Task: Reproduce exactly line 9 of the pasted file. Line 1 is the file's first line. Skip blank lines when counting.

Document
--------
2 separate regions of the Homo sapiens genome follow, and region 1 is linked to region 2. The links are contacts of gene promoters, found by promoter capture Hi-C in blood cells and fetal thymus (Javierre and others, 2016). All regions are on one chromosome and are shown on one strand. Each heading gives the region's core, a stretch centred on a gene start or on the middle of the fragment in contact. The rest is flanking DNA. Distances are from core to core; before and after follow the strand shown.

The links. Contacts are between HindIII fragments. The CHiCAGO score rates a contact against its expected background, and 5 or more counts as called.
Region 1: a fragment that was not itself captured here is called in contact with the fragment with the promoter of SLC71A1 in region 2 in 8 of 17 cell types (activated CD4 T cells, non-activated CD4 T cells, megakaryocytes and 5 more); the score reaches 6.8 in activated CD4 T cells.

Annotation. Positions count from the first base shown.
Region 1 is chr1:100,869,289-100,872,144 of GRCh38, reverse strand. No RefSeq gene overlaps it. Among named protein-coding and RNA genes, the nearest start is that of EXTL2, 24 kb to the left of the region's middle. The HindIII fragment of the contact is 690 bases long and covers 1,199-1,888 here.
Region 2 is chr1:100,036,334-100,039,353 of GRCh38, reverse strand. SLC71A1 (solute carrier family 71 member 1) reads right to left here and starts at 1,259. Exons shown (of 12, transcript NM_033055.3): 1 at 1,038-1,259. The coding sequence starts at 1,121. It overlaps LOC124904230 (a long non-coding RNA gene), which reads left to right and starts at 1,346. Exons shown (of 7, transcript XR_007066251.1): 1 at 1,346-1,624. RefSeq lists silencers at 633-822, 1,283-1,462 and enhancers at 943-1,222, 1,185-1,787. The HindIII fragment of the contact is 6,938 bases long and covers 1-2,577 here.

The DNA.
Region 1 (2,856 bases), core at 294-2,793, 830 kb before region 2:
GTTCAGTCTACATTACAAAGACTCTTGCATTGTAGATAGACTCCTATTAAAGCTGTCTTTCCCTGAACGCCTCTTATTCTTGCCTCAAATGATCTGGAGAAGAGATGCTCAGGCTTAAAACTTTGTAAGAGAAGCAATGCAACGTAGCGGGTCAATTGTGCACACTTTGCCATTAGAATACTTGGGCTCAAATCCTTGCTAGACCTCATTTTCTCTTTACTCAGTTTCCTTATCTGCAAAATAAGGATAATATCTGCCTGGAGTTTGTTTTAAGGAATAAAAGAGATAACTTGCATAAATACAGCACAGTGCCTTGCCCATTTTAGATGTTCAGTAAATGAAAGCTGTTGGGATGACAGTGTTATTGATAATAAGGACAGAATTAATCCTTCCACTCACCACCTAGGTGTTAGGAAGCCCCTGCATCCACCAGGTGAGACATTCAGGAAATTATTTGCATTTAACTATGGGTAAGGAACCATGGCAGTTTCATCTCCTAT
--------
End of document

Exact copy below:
GTTCAGTCTACATTACAAAGACTCTTGCATTGTAGATAGACTCCTATTAAAGCTGTCTTTCCCTGAACGCCTCTTATTCTTGCCTCAAATGATCTGGAGAAGAGATGCTCAGGCTTAAAACTTTGTAAGAGAAGCAATGCAACGTAGCGGGTCAATTGTGCACACTTTGCCATTAGAATACTTGGGCTCAAATCCTTGCTAGACCTCATTTTCTCTTTACTCAGTTTCCTTATCTGCAAAATAAGGATAATATCTGCCTGGAGTTTGTTTTAAGGAATAAAAGAGATAACTTGCATAAATACAGCACAGTGCCTTGCCCATTTTAGATGTTCAGTAAATGAAAGCTGTTGGGATGACAGTGTTATTGATAATAAGGACAGAATTAATCCTTCCACTCACCACCTAGGTGTTAGGAAGCCCCTGCATCCACCAGGTGAGACATTCAGGAAATTATTTGCATTTAACTATGGGTAAGGAACCATGGCAGTTTCATCTCCTAT